That actually dovetails the other part of your comment: sometimes, a movie isn't good so much as it's an event or it comes at the right time. It's like hearing songs at a concert that sound great in the concert atmosphere, but which stink when you buy the album. Films can be the same way. When a lot of buzz surrounds a film, it gets very easy to enjoy the film a lot more because of the buzz than you will enjoy it when you get it home and watch it alone. I think the whole holiday vibe can cause that too.

I put Trading Places in the same category as Die Hard, good movies with a holiday thing going on in the background... but not holiday movies.

Ed said...

I'm don't really like Christmas movies, but you've named all the ones I like.

AndrewPrice said...

Ed, Why don't you like Christmas movies?

DUQ said...

I love "It's a Wonderful Life" what a great film. It's obvious why that one's at the top of the list.

Ed said...

I don't know. There's just something I don't like the films. To me the holiday is so much more than you get in these films. It's like the films are cheapening it. That's the best I can explain it.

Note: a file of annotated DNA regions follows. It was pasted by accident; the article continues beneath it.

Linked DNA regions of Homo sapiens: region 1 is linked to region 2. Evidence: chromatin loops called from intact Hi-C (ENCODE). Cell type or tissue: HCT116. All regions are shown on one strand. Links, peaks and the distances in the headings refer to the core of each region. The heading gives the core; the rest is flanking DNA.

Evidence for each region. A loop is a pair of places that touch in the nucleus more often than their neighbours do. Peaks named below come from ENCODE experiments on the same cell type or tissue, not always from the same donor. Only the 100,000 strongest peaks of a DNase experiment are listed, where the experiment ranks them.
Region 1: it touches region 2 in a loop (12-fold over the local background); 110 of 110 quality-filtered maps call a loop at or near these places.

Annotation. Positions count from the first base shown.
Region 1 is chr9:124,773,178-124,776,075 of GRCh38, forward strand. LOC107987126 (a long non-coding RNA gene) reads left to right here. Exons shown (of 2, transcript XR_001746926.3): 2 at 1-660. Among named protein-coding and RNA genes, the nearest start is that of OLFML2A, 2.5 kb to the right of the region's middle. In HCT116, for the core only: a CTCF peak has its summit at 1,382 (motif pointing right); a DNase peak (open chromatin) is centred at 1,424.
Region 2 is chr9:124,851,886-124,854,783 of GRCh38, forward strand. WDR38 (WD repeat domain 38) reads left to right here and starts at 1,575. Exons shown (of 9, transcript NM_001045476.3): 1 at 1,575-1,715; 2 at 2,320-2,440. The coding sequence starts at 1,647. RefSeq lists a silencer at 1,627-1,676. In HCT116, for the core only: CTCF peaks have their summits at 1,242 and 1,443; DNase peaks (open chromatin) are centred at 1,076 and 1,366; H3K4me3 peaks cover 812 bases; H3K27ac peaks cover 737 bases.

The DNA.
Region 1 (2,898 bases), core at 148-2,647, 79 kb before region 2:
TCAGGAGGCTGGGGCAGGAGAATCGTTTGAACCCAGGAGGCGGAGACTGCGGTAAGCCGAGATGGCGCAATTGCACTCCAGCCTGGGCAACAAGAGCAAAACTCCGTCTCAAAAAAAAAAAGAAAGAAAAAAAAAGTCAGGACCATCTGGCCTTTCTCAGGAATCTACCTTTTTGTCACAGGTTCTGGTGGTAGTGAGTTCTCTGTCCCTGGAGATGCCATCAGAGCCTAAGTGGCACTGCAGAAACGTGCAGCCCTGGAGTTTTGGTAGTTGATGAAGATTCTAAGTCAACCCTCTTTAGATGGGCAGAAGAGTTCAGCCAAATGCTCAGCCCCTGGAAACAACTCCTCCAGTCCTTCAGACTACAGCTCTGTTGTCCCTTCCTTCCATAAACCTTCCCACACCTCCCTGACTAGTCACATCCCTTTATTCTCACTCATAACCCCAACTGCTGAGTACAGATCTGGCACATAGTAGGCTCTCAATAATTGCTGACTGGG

AndrewPrice said...

DUQ, As near as I can tell, that one is on top of almost every list. As stories go, it's got a real genius in its pieces, it delves into ideas that really wouldn't get much play for another 30 years (see Scott's comment about pseudo-time travel), and it just ring through with very American themes.

AndrewPrice said...

Ed, I can understand that. It's sort of a distaste at the commercialization of the holidays?

CrispyRice said...

Hey, we watched the George C. Scott version of Christmas Carol last night. It was very good! (Much scarier overall than the Muppet version.) But I have to say that I find Michael Caine's transformation as Scrooge much more believable. It was as though Scott turned almost suddenly on a dime once the 3rd ghost shows up. With Caine, you can see the remorse grow even from the 1st ghost.

AndrewPrice said...

Crispy, I agree. I've always seen George C. Scott as a one note actor. He plays bombastic. Caine is a much more subtle actor and I think he does a great job in the Muppet version of showing that the grounds for his redemption are there from the beginning -- something Scott does not do.